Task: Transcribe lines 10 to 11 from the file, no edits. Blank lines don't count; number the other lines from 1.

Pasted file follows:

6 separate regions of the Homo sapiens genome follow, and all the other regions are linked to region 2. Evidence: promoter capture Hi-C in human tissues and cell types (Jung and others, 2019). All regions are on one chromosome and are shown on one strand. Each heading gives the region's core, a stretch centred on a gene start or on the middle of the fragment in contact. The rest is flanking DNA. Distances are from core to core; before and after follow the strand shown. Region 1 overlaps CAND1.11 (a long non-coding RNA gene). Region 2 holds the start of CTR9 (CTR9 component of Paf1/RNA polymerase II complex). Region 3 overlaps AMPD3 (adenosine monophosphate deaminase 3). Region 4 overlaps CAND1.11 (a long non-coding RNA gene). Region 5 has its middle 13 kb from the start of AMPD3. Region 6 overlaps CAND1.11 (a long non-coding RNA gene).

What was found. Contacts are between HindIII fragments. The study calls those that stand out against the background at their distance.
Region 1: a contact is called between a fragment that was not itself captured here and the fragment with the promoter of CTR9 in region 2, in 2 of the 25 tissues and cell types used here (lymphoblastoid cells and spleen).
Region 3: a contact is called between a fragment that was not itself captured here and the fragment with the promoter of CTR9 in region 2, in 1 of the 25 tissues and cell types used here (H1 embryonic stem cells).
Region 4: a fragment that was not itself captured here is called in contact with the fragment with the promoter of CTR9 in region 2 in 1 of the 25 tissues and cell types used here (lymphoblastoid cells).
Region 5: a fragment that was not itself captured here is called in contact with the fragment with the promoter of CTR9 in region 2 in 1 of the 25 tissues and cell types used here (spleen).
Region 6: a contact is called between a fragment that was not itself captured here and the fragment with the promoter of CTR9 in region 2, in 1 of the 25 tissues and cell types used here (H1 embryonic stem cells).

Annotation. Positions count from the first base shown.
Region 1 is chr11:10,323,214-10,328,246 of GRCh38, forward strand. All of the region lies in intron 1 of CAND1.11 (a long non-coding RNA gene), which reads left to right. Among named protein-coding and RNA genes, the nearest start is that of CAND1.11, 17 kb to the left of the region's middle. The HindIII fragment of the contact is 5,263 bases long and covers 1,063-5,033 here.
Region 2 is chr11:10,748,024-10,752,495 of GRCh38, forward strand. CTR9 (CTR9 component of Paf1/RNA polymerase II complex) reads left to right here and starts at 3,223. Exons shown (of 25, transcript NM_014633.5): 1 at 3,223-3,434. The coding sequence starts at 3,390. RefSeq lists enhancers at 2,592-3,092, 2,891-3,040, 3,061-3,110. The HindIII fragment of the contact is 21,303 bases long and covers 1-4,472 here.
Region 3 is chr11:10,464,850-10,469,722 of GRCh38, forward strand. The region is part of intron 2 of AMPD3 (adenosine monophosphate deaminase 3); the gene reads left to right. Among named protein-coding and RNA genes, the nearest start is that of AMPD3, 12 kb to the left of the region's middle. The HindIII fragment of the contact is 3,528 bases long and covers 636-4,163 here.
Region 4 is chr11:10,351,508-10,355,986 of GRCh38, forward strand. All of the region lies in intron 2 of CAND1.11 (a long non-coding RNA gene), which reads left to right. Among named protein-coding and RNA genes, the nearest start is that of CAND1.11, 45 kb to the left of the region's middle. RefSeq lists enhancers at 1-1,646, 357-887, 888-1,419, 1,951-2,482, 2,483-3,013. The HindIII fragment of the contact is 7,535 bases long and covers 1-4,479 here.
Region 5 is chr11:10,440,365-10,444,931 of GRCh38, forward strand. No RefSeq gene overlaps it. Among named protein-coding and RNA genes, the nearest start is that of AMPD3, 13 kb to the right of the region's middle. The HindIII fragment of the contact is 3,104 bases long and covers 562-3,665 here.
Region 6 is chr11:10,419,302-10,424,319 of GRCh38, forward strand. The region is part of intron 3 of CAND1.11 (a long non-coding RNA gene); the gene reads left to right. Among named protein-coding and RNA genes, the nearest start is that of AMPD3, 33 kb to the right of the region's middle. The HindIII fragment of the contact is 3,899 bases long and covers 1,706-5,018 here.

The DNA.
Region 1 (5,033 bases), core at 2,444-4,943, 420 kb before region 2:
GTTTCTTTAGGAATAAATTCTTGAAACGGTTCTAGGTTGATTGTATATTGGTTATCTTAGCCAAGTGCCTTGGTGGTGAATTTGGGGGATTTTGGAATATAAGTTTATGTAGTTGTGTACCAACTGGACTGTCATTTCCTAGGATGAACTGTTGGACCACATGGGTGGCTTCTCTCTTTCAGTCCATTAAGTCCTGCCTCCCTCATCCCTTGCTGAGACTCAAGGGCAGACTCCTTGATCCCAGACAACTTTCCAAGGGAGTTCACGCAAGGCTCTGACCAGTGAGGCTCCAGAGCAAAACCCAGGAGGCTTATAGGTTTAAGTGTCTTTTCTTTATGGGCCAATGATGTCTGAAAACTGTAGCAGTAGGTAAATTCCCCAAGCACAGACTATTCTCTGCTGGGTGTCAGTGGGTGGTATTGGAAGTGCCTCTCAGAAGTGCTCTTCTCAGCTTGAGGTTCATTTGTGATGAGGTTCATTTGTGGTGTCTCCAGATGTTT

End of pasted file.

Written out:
Region 2 is chr11:10,748,024-10,752,495 of GRCh38, forward strand. CTR9 (CTR9 component of Paf1/RNA polymerase II complex) reads left to right here and starts at 3,223. Exons shown (of 25, transcript NM_014633.5): 1 at 3,223-3,434. The coding sequence starts at 3,390. RefSeq lists enhancers at 2,592-3,092, 2,891-3,040, 3,061-3,110. The HindIII fragment of the contact is 21,303 bases long and covers 1-4,472 here.
Region 3 is chr11:10,464,850-10,469,722 of GRCh38, forward strand. The region is part of intron 2 of AMPD3 (adenosine monophosphate deaminase 3); the gene reads left to right. Among named protein-coding and RNA genes, the nearest start is that of AMPD3, 12 kb to the left of the region's middle. The HindIII fragment of the contact is 3,528 bases long and covers 636-4,163 here.